Daily Prompt #1
At the Florida retreat, Carmela Pedicini had a great idea for me: to give a daily prompt or inspiration on this site. Let’s see how many days in a row I can keep this going. Today is Day One:
“We lop away, that bearing boughs may live.” William Shakespeare. Take that, editors!
Daily prompt #2
Study your pet, or some other animal, and take a moment to really see them, as if you were drawing them. Try to see the soul of the animal. Write the portrait.
Daily prompt #3
From all the spaces between times,
from all the gaps in soldiers’ ranks,
from cracks in the wall,
from doors we did not close tight,
from hands we did not hold,
from the distance between body and body
when we didn’t come close to each other––
the great sprawling expanse adds up,
the plain, the desert,
where our souls will walk, hopeless, after death.
Daily Prompt #4
“The religious traditions were in unanimous agreement. The one and only test of a valid religious idea, doctrinal statement, spiritual experience, or devotional practice was that it must lead directly to practical compassion. If your understanding of the divine made you kinder, more empathetic, and impelled you to express this sympathy in concrete acts of loving-kindness, this was good theology. But if your notion of God made you unkind, belligerent, cruel, or self-righteous, or if it led you to kill in God’s name, it was bad theology. Compassion was the litmus test.”
-Karen Armstrong, The Spiral Staircase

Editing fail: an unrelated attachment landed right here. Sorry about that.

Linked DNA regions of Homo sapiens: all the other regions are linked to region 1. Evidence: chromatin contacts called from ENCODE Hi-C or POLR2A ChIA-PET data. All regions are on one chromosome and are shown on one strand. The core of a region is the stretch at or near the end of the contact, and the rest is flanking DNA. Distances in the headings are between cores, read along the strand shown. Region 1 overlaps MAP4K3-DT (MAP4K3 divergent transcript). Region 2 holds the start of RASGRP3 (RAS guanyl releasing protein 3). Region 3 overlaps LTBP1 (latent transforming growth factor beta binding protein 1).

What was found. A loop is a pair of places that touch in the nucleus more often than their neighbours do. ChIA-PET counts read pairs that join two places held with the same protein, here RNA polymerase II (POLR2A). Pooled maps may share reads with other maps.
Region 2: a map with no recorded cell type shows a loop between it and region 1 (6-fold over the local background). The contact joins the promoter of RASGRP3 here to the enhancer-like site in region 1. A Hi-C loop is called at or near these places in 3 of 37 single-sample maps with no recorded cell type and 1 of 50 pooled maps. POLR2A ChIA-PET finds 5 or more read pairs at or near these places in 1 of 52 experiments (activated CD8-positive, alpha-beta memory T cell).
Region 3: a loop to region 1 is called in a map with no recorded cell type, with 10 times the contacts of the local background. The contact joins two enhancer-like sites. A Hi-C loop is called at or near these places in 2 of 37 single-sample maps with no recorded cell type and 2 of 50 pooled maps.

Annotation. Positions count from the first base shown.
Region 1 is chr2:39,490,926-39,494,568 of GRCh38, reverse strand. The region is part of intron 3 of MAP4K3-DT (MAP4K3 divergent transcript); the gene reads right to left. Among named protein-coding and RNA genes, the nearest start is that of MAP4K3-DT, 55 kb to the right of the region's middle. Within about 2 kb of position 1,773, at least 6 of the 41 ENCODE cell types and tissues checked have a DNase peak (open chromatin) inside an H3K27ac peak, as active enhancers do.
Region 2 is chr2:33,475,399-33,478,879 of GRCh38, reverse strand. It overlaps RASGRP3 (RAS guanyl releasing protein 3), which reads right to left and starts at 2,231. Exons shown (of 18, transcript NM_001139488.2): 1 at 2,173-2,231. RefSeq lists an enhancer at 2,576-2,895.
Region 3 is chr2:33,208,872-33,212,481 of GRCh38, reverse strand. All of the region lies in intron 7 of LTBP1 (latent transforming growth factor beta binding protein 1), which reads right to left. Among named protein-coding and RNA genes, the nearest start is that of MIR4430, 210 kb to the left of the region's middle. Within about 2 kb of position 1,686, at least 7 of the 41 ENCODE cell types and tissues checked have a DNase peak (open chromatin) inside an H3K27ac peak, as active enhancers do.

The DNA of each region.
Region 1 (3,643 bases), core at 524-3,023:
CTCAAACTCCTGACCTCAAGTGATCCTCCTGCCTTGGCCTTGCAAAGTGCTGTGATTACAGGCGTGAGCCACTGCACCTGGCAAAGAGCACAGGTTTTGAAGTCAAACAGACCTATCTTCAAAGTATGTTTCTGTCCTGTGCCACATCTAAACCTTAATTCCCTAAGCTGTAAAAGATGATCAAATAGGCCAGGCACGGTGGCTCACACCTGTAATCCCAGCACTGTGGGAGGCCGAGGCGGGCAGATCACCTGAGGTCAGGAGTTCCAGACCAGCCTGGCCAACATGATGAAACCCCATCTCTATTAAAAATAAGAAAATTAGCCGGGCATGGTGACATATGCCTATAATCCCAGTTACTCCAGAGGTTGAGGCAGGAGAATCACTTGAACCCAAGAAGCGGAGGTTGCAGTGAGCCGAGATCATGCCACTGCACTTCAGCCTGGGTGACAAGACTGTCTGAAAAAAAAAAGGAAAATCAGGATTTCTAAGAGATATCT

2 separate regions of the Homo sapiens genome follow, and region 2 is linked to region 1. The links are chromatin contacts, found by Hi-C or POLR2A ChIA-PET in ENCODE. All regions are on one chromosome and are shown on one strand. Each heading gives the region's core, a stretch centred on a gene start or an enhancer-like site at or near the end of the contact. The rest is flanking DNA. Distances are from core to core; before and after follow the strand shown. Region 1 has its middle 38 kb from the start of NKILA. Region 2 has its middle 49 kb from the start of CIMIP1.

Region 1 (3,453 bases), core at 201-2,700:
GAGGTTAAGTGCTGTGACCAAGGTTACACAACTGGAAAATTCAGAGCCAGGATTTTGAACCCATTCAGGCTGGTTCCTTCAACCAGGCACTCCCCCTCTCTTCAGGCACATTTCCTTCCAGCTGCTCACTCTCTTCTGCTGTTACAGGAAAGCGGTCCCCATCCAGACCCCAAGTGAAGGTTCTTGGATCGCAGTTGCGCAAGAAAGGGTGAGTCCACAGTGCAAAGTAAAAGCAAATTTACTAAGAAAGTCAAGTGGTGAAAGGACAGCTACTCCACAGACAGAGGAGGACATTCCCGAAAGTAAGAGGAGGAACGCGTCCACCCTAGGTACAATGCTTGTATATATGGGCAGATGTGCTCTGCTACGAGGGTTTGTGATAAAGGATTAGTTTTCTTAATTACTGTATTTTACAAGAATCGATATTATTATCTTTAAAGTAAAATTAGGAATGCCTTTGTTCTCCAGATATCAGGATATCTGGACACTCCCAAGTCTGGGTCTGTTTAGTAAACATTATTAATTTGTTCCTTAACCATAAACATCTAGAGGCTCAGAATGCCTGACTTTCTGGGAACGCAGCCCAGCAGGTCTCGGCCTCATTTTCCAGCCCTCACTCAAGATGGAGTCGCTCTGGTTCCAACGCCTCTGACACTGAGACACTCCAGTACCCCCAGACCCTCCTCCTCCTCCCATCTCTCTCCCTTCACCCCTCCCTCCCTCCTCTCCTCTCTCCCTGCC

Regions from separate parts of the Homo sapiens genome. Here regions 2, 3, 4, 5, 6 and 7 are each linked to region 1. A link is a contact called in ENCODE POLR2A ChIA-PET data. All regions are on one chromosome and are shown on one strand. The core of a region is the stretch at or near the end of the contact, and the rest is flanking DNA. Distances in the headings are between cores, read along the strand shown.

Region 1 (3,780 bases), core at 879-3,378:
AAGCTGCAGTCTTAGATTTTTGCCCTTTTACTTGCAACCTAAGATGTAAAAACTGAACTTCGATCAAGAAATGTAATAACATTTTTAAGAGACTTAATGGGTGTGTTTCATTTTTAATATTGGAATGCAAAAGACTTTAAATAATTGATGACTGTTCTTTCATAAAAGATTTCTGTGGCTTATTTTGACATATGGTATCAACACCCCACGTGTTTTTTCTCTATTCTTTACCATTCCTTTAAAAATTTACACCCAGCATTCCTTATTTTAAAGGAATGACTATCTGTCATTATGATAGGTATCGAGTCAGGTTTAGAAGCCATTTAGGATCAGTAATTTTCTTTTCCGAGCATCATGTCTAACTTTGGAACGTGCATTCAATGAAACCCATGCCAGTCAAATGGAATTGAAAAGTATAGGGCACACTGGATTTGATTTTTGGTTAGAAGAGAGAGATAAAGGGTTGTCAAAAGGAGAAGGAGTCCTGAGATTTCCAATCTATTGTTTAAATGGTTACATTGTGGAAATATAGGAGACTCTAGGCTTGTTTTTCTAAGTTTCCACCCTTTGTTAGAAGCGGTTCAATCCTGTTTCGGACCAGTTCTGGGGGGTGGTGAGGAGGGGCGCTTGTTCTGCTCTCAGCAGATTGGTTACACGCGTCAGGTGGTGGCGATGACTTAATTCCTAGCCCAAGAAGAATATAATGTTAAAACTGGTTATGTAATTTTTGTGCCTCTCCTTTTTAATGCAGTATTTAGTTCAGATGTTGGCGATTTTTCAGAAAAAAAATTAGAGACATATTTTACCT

Daily prompt #5
Apply “bum glue.” Right now: whip out your pen and write down ten thing you or one of your characters) love(s).
Daily Prompt #6
“The workers, both men and women, seemed to be enveloped in a bitter indifference; even when they laughed or shouted insults they seemed remote from their very laughter, from their voices, from the swill they handled, from the bad smell.”–Elena Ferrante, The Story of a New Name, p. 461.
Daily Prompt #7
How to Prepare the Mind for Lightning
In the recesses of the woman’s mind
there is a warehouse. The warehouse
is covered with wisteria. The wisteria wonders
what it is doing in the mind of the woman.
The woman wonders too.
The river is raw tonight. The river is a calling
aching with want. The woman walks towards it
her arms unimpaired and coated
with moonlight. The wisteria wants the river.
It also wants the warehouse in the mind
of the woman, wants to remain in the ruins
though water is another kind of original ruin
determined in its structure and unpredictable.
The woman unlaces the light across her body.
She wades through the river while the twining
bleeds from her mouth, her eyes, her wrist-veins,
her heart valve, her heart. The garden again
overgrows the body—called by the water
and carried by the woman to the wanting river.
When she bleeds the wisteria, the warehouse
in her mind is free and empty and the source
of all emptiness. It is free to house the night sky.
It is free like the woman to hold nothing
but the boundless, empty, unimaginable dark.